The Hindu minority community has experienced deprivation for several decades. Five chapters explore deprivation and different dimensions of minority life in Bangladesh. Abul Barkat criticises the state policies towards the minority. He notes that the enactment and implementation of the Enemy Property Act and its continuation in the name of Vested Property Act had its distinct historical root in Pakistani law. The feudal-military autocratic rulers of Pakistan in their quest for Pakistanization of Pakistan, from the very outset, wanted to get rid of the majority—the Bengalis and Bengali culture. It is argued that the consequences of operation of Enemy/Vested Property Act have been, simply, gross denial of freedom and liberty, and institutionalization of systematic socio-cultural, economic, and political deprivation of the Hindu minority in Bangladesh. Barkat's research shows that during the last four decades (1965–2006), approximately 1.2 million (out of the total of 2.7 million) households or 6 million people belonging to Hindu religion have been directly and severely affected by the Enemy/Vested Property Act and have lost 2.6 million acres of their own landed property. They have lost, in addition to landed property, other immovable and movable property. The approximate money value of such loss (US $55 billion) would be equivalent to 75 per cent of the GDP of Bangladesh (in 2007 price). In addition, there has been unmeasurable extent of national loses of human capital formation evident in forced mass out-migration of Hindu minority, breaking of family ties, stresses and strains, mental agonies, loss of human potentials, disruption in communal harmony, unfreedom, cultural disintegration, and fuelling of non-secular mindset and rise of religious fundamentalism. For the Hindu community, all these have created a perpetual cycle of deprivation, including powerlessness, vulnerability, physical and psychological weaknesses, poverty, and isolation. The whole issue has been instrumental in producing and reproducing distress and deprivation among Hindu minority, as well as for institutionalizing communal mindset in a historically secular context. It is argued that this act contradicts the basic spirit of the Proclamation of Independence of Bangladesh and the basic premises of the constitutional provisions of ‘equality, equity, freedom and justice for all citizens’. This act is inherently communal. To ensure a true environment for humane development in Bangladesh, there is no alternative but to abolish this act and return the properties affected by Enemy/Vested Property Act to their legal owners and/or inheritors. Barkat observed significant demographic changes in the composition of the minority community and provided estimates of ‘missing Hindus’. During the last 40 years since 1961, the relative share of the Hindu population has declined from 18.4 per cent of the total population in 1961 to 12.1 per cent in 1981, to 10.5 per cent in 1991, and further down to 9.2 per cent in 2001. Considering the rate of ‘missing Hindus’, the approximate share of Hindu population in 2007 would be less than 8 per cent of the total population of Bangladesh. According to him, the estimated total missing Hindu population was 8.1 million during 1964–2001, that is, 218,919 Hindus missing each year. In other words, if out-migration of Hindu population is caused mainly by communal disharmony resulting from the Enemy/Vested Property Acts, the approximate size of the missing Hindu population would be 600 persons each day during 1964–2001. Barkat, based on political-economic analysis substantiated by survey data and demographic changes, concludes that the Enemy/Vested Property Acts acted as an effective mechanism for the extermination of the Hindu minority from their motherland, and thereby inhibited the process of social-capital formation in Bangladesh.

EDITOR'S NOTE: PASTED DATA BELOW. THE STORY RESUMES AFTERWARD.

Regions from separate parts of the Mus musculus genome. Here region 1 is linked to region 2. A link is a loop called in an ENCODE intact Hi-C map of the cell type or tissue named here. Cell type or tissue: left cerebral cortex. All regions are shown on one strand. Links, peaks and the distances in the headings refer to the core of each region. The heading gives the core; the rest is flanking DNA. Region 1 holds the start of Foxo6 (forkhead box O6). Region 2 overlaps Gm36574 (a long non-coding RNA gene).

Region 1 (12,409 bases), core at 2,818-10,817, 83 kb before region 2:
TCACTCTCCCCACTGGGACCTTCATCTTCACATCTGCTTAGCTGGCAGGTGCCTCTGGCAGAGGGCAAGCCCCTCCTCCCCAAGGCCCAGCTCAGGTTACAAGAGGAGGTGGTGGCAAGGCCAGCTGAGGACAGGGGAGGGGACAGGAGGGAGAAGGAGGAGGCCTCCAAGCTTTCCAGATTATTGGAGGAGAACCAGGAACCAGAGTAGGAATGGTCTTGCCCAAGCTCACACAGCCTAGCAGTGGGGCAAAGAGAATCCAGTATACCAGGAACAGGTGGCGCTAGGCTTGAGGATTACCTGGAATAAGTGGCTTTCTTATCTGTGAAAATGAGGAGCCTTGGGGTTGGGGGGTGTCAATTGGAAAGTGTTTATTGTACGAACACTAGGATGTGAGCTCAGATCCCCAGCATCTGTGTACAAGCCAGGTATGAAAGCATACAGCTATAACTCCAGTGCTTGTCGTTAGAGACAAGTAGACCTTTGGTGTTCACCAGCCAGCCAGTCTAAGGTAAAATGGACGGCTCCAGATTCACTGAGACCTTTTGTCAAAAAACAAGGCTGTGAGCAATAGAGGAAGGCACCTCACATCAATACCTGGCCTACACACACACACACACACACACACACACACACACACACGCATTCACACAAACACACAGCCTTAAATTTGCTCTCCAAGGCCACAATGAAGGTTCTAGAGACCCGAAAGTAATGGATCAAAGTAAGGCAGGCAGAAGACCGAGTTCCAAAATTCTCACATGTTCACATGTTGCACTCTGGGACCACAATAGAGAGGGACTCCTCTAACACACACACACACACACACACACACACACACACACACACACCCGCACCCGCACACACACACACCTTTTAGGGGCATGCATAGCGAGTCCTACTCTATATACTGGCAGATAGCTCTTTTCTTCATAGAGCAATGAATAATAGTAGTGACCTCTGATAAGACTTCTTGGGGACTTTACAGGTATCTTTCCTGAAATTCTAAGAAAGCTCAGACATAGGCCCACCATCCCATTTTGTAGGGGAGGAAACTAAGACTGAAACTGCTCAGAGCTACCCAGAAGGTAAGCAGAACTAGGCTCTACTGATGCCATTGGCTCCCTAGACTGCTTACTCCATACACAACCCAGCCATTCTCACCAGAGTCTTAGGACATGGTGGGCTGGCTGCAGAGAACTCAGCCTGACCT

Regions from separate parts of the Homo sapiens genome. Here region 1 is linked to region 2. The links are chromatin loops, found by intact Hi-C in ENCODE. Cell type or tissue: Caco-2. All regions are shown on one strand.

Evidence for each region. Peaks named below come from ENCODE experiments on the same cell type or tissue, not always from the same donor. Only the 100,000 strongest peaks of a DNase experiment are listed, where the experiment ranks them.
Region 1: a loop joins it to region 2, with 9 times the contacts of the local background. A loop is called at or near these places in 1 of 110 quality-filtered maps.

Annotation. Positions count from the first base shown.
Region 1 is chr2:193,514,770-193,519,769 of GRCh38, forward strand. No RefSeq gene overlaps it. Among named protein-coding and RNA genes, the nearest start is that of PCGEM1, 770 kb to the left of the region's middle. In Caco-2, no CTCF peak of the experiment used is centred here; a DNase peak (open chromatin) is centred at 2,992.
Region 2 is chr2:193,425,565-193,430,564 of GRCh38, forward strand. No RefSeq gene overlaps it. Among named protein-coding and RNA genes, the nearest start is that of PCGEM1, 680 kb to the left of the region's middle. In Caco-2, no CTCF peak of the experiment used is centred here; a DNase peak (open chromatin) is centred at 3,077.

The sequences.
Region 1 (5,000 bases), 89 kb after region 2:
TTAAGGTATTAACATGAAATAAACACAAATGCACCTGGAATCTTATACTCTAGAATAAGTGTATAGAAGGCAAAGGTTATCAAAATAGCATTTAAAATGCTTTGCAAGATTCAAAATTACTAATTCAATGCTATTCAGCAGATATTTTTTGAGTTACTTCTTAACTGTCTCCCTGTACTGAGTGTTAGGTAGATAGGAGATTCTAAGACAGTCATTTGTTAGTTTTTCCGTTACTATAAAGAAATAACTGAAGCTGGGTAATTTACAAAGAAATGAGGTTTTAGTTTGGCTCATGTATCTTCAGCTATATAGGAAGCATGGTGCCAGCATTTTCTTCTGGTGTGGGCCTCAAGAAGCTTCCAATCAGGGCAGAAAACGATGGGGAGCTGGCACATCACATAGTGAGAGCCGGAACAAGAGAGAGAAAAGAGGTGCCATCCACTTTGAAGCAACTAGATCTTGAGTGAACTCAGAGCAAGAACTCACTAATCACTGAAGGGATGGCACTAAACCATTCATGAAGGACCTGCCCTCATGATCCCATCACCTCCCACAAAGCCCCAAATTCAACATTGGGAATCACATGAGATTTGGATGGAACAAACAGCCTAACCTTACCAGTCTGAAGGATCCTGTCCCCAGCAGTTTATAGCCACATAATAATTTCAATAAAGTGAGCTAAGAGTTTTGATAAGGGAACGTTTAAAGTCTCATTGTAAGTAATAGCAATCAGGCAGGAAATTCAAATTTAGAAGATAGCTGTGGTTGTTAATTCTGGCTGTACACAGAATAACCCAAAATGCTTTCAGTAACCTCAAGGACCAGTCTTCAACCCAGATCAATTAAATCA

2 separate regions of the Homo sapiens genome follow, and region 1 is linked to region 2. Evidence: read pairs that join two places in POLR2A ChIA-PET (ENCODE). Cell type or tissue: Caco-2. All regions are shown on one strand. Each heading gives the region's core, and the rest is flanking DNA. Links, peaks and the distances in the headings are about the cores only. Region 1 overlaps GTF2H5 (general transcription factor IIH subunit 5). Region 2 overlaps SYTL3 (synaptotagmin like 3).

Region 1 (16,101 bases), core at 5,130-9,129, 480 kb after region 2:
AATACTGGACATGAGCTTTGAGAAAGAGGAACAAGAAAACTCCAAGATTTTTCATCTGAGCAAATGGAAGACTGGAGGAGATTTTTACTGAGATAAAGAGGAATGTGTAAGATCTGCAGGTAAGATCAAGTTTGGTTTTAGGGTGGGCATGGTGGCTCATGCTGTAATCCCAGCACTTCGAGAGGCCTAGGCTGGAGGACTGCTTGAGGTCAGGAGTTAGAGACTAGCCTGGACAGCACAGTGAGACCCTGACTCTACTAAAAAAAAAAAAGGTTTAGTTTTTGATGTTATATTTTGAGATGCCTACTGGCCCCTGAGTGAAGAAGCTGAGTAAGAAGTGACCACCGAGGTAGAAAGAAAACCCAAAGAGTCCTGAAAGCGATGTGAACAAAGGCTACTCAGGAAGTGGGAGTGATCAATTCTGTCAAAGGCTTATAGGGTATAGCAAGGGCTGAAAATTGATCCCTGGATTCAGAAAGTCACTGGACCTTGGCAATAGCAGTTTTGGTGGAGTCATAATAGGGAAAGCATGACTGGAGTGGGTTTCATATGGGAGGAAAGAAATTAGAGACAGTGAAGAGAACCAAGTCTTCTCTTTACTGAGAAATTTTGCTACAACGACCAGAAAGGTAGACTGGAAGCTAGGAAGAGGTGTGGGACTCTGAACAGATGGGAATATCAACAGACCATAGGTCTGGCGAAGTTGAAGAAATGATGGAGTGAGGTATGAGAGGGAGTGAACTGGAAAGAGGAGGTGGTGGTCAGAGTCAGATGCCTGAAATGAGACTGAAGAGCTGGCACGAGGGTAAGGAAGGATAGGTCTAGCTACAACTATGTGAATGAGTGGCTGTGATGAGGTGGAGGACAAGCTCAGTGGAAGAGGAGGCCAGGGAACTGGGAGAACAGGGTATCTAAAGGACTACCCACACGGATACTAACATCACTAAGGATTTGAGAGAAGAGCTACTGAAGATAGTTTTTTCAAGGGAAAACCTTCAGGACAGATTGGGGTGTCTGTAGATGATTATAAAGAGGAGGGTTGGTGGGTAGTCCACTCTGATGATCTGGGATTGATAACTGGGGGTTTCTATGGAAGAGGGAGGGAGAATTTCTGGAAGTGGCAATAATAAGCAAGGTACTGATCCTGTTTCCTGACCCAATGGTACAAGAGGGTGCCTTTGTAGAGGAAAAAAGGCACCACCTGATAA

In politics, the Hindu minority community often finds itself at the receiving end. Rangalal Sen observed that the violence against the religious minorities that erupted in the wake of the General Elections of 2001 in Bangladesh had demonstrated the fact that the socio-politically weaker sections of society could not exercise their legitimate voting rights according to their own choice. If they had dared to cast their votes in favour of the candidates whom they considered better for them, they would have to face serious consequences. This situation reflected the helplessness of the religious minorities who were denied of certain basic constitutional rights. The religious and ethnic minorities of Bangladesh cannot really enjoy equal constitutional status as long as the de-secularizing fifth and eighth amendments of the original constitution of 1972 and the Enemy Property Act of 1965 in various forms remain in force. The present chapter discusses a specific case of the vulnerability of the religious minorities during the post-2001 General Elections of Bangladesh and has shown how the importance of voting rights of the marginal groups has been nullified by the vested interests. In fact, the violence against the religious minorities during the post-2001 General Elections of Bangladesh had actually convulsed the Bangladesh society and brought out the weakness that exists in its body politic.